If you're a people pleaser or an introvert who struggles with overeating at parties because of social anxiety or wanting to make others happy by eating what they want you to eat, read on.
Research shows that people pleasers have a tendency to overindulge at social events because they are more likely to mirror the behaviors of others (this goes for drinking, too). So if everyone takes a big slice of cake, it's likely that you will do the same, even if you don't feel like eating it. Also, because we don't want to offend our hosts by refusing food, we take more than we want to eat or eat things that we don't really like. This can lead to some serious post-party self-flagellation as you lament the number of calories you consumed just for the sake of making others feel better (while you end up feeling like garbage).
This is also true for those of us who suffer some degree of social anxiety where we self-soothe with food and drinking to cope with the overwhelm of being around lots of people and conversations. I know both of these tendencies from first-hand experience and while I haven't found the magic pill to cure social anxiety or people pleasing (hit me up if you know), I do have some behaviors that I rely on to keep me from overeating in these situations.
How NOT to overeat at parties and social events:
- Always have a seltzer or water in your hand. You can have a glass of wine with you in the other hand or positioned close by, but know that the thing that’s in your hand is the thing that will end up in your mouth most often. Make sure that’s water. Plus, if your two hands are full of water and an adult beverage, you won’t have any hands left for nibbles.
- Veggies before treats. Sure, you can have the chips and dip but have a few carrots first. Before you eat the burger on your plate, finish the salad first. If you want more food, that’s fine, but if you’re going for a second helping of potato salad, make sure you eat more garden salad first. This is a simple habit that will help you load up on the good stuff, but not give you a sense of deprivation that you can’t have something you really do want. It’s just prioritizing your eating. By the way, if you’re worried that there won’t be veggies at the party, bring some! I'm sure the host wouldn't mind if you bought an extra veggie platter or salad.
- Be choosy and don't go past the first bite if it's not awesome. When the appetizers get passed around, or as you approach the food table, take stock of what's there and consider what's actually worth the calories! My husband often uses that term when he reaches for a treat food that doesn't taste as good as it looks. He just says "meh, not worth the calories" and doesn't continue to eat it. If you're a big fan of ice cream and you know it's being served after dinner, then remind yourself that you're saving your splurge for later and go easy on the dinner food. Remember, we're never aiming for deprivation, just prioritization, and optimization. It's nerdy, but it works.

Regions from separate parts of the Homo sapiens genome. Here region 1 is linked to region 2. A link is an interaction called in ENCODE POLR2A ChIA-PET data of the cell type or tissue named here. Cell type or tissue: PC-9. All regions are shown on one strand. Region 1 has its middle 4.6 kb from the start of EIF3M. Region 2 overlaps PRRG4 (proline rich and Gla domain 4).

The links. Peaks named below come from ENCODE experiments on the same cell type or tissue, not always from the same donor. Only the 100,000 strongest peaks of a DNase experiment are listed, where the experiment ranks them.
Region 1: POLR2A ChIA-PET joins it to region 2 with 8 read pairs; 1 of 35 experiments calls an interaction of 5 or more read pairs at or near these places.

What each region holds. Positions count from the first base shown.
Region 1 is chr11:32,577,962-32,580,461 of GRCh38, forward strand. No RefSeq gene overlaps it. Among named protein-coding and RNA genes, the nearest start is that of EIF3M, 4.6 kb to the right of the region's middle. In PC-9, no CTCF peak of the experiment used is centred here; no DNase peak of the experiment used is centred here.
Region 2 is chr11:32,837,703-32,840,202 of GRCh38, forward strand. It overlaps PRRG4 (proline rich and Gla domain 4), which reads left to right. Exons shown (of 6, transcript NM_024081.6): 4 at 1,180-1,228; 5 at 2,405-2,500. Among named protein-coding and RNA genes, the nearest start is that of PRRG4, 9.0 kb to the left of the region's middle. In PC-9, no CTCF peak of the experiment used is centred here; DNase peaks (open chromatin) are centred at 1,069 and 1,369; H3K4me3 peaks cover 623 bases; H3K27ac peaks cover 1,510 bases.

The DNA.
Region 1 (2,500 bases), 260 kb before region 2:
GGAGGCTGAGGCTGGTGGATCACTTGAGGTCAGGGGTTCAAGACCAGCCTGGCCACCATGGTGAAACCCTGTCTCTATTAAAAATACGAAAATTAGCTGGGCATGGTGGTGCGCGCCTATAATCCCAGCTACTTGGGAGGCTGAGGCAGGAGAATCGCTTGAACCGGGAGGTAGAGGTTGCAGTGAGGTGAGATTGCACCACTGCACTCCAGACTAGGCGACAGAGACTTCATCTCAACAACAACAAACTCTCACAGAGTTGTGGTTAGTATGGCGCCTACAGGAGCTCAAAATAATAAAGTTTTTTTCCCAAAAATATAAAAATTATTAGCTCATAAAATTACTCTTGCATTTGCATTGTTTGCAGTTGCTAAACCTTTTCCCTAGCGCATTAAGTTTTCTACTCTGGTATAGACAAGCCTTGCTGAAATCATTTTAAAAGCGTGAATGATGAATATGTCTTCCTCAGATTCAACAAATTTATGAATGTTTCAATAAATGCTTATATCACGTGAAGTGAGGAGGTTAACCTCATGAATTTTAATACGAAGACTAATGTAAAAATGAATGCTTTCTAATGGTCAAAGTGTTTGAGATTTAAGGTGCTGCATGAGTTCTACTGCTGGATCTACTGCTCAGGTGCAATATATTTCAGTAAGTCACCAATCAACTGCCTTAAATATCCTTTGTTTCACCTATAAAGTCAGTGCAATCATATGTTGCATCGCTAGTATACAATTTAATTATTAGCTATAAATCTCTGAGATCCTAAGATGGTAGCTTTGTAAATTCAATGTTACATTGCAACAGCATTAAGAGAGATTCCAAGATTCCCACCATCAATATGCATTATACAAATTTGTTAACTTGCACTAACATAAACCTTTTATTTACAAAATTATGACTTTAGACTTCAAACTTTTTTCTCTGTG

- Don’t eat out of boredom. If you’ve found yourself getting bored with a conversation so you start picking at the food left on your plate or if things are dying down and now you’re just nibbling because it’s keeping you entertained, then it’s time to leave. Also, if you want to help clean up, but you’re someone who picks at food, focus on bringing dishes to the kitchen rather than being the one who transfers food to containers.
- Physically situate yourself as far away from food as you can. So often we pick at food or continue to eat past the point of satiety because we’re just sitting in front of an unfinished plate. If that's the case, just clear your plate (and anyone else who appears to be done). It's gracious and helpful and it will keep you from picking at your plate. Also, steer clear of the food table at cocktail parties. The less you linger by the cheese plate, the less of it you'll eat.
The key takeaway here is to just enjoy the event you're at and the company around you instead of focusing on food and drinks, but let’s be honest - we have all overindulged and felt terrible afterward. If you promise yourself to remember these few behavioral tricks, rest assured that over-indulgence won’t happen!